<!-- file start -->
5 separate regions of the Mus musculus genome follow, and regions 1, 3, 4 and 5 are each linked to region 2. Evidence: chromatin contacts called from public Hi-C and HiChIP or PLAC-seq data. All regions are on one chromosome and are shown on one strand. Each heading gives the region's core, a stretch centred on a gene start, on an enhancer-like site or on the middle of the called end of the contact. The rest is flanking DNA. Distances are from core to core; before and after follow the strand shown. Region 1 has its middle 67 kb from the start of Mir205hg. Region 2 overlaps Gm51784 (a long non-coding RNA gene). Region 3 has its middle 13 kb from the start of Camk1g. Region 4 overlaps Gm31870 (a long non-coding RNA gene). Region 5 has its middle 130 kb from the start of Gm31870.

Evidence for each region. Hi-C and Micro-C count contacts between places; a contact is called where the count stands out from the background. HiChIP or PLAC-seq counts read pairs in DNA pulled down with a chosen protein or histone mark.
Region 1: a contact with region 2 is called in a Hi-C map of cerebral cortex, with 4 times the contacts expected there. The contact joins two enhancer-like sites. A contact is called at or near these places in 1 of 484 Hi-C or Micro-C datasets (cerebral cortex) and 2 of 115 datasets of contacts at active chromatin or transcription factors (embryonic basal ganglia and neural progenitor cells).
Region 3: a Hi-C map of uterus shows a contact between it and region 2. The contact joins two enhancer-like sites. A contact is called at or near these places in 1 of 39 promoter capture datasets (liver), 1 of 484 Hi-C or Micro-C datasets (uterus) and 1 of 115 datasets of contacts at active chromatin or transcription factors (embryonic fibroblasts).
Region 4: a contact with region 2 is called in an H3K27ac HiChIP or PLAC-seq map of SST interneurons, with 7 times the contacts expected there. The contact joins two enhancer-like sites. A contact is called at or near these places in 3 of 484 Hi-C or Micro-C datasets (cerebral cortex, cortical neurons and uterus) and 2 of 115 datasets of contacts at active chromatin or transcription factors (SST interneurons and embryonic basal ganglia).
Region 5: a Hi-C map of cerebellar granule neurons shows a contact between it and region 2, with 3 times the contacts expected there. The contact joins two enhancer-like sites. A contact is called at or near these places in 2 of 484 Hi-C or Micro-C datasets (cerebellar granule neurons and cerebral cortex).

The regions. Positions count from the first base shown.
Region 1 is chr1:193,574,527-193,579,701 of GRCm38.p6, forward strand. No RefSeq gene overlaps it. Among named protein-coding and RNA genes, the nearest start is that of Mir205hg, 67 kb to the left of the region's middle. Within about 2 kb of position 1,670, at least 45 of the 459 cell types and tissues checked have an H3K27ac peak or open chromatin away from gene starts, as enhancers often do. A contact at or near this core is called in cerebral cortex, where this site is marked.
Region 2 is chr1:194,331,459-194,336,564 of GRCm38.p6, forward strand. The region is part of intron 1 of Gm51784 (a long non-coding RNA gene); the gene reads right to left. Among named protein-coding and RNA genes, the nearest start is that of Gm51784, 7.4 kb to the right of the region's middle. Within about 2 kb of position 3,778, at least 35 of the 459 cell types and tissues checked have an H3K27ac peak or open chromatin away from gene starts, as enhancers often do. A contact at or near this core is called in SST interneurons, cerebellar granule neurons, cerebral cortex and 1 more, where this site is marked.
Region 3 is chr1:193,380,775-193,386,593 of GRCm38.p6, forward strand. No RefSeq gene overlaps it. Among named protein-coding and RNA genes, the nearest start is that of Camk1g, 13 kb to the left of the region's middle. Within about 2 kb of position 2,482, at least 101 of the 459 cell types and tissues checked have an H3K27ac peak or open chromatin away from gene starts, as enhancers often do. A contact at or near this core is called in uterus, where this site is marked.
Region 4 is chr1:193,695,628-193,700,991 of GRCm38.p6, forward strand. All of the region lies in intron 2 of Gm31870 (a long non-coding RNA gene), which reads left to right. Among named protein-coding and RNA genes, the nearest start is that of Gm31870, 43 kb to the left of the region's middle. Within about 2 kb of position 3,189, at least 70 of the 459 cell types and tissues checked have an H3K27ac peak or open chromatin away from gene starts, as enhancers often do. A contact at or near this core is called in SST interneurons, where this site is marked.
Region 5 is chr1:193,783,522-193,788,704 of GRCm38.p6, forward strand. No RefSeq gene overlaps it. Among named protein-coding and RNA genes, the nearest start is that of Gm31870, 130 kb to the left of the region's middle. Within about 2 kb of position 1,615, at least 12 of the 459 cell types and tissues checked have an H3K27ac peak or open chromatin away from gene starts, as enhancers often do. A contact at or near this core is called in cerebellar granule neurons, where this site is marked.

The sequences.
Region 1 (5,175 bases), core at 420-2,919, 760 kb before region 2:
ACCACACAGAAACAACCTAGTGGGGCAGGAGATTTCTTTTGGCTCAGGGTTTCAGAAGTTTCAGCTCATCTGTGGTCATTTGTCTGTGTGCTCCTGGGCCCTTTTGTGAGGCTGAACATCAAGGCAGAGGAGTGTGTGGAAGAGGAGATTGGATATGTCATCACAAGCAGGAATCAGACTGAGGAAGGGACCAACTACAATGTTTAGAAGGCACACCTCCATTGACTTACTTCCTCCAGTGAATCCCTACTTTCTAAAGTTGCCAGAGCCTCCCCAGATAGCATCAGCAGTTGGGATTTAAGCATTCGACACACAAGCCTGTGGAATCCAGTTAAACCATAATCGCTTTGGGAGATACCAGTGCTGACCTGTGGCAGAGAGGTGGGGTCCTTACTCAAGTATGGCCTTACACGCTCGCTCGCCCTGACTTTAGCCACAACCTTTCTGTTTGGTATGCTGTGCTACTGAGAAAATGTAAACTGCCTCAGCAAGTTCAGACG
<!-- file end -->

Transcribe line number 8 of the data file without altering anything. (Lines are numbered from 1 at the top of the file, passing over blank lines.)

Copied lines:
Region 1 is chr1:193,574,527-193,579,701 of GRCm38.p6, forward strand. No RefSeq gene overlaps it. Among named protein-coding and RNA genes, the nearest start is that of Mir205hg, 67 kb to the left of the region's middle. Within about 2 kb of position 1,670, at least 45 of the 459 cell types and tissues checked have an H3K27ac peak or open chromatin away from gene starts, as enhancers often do. A contact at or near this core is called in cerebral cortex, where this site is marked.